The ratio is the amount of reduction which the audio compressor applies to the dynamics of the signal. For example, if you set the Threshold at -16db, and Ratio at 2:1 it means that if only the signal exceeds minus 16 db compressor will take action and will cut every decibel of dynamics about that level by half, for example if the signal raises by 8 db above the  -16 db Threshold, it will be reduced to only about 4 db above that threshold. Because the overall signal limited this way  becomes quieter, the overall level of sound after the compressor action can be raised by the regulator "Gain Make Up". It brings the level of the signal back to the state prior to compression. But then the sound becomes more saturated, dense and squashed, sounding punchy and making stronger impression. Other two sliders  - Attack and Release are used to set the time of reaction for the  compressor and the time to return the entire compressor system back to the neutral state

Generally quick setting of "Attack"  within 1-5 milliseconds makes very little transients passing through, which peak when there is a lot of fast high frequency waves present in the audio signal. When the high-speed signals enter the compressor which reacts quickly and stops them the sound becomes more compact, focused, with less content of high frequencies, these so-called transients. Attack set for longer times of for example 50 ms will cause the compressor to pass those transients (particularly present in high tones), such as drum cymbals or the trumpet, so that the sound will become less dense, brighter, more spacious. If the compressor is  more transparent in operation, it does not react too quickly. The "release" determines how long the compressor is coming back to neutral state after the sound was compressed. Carefully use the longer times of the release parameter, because it may cause the effect of pumping compressor, which is rather negatively perceived feature of the sound. It is safer to use a shorter time of release, but too short time of release may in turn cause a distortion of sound sometimes. Generally, the release time should be set between 1 and 15 milliseconds. In some cases, producers deliberately and knowingly use the effect of pumping, which can be an intentional artistic effect.

But always the proper setting of an audio compressor  depends on the sound of the recording and there can be no universal setting that sound good for all.

Personally, I recommend the use of a fairly long time of attack, short time of release (which can be extended if the music has slow rhythm) and low-value "ratio", typically between 1.6:1 to 4:1. Then we will be able to find a very full, natural sound without transformation of it's dynamic structure. In mastering we generally use very little "ratio" value between 1.4:1 and 2.0:1.

What should be the order of setting the knobs or sliders on a compressor? There are no rigid rules, but perhaps the following example would help here:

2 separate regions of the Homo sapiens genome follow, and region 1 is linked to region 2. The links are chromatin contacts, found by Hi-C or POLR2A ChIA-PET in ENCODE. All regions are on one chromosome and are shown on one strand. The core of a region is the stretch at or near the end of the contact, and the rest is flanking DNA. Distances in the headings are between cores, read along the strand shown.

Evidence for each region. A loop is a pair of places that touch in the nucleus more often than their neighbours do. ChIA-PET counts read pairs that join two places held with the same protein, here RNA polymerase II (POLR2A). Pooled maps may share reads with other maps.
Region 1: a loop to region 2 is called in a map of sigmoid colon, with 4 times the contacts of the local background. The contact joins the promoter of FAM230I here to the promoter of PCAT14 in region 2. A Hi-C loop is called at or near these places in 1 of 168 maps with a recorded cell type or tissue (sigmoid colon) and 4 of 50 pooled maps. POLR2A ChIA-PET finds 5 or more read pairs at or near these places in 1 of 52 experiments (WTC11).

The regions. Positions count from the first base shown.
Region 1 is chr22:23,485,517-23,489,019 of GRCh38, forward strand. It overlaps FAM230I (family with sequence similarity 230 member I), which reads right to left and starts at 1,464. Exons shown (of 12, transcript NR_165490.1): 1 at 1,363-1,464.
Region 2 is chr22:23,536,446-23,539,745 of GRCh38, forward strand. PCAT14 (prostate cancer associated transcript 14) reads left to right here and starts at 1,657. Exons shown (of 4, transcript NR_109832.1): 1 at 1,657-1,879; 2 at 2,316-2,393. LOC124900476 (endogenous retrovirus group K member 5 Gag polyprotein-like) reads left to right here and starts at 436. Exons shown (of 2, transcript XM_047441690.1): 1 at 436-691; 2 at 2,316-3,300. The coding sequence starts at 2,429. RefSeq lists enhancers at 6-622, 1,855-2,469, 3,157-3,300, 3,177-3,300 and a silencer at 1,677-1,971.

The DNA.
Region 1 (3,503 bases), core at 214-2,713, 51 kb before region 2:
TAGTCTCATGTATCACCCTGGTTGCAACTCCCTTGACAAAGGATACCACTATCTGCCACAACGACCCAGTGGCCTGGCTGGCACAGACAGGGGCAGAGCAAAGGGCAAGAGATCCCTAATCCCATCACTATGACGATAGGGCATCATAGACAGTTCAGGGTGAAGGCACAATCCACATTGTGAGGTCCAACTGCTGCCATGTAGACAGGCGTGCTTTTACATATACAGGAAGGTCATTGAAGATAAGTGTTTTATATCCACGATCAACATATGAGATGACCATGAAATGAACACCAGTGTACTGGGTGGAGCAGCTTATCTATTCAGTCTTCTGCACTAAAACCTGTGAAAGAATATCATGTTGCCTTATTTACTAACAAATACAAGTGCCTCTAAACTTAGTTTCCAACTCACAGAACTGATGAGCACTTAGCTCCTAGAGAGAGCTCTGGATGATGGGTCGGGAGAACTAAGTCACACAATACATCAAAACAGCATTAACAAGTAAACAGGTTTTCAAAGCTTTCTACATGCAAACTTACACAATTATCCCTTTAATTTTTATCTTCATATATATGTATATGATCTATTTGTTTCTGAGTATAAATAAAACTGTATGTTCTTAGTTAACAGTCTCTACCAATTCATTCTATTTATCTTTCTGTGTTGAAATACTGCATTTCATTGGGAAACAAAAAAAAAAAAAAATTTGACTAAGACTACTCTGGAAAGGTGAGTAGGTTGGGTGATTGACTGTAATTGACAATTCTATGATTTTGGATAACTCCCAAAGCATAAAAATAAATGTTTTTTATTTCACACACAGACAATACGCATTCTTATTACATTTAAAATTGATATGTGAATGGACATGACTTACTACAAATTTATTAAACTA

Let's say that we have a drum set in the multi-track project and we want it to glue better  with the rest of the tracks, and at the same time was well distinguishable in the mix. We have two options here: one if we want to get the dramatic compression and hear the  effect, another one we want if more delicate and natural sound. In the second case, we set the "ratio" at about 3.0:1, in the first at at least 6.0:1. Of course, it should be remembered that as long as "Threshold" will be set to 0 dB we will not hear any effect. Compressor always operates from a set threshold below 0 decibels, which is below the maximum possible volume. So when you play back the track slowly turn down the "Threshold height". As soon as you turn it down below the highest peaks in the recording you will have compressor starting to take action. Therefore, there are absolutely no rules, what is the best universal setting of the "Threshold". Everything depends on the level of the track at which it was recorded, some recordings have peaks at -0.5 db, some at - 8 db an some at -26 dB! And there are those that have peaks at -32 db. Therefore it is important to note that the "Threshold" must always be set slightly below the peaks on the recording, then the compressor starts working. If you set it deeply below the peaks, you be able to get quite a dramatic effect. If you set it  only a few decibels below the peaks, you get very slight difference in sound but maybe cutting just tops of the signal make the sound more natural. When the "Threshold" is deep below the peaks we have to deal with a big reduction in the track volume, which should be compensated by "GAIN MAKE-UP". When the "Threshold is only a decibel or two below the peaks in the signal, the reduction in gain is very slight, and thus compensation with "Gain Make-up" will not be needed.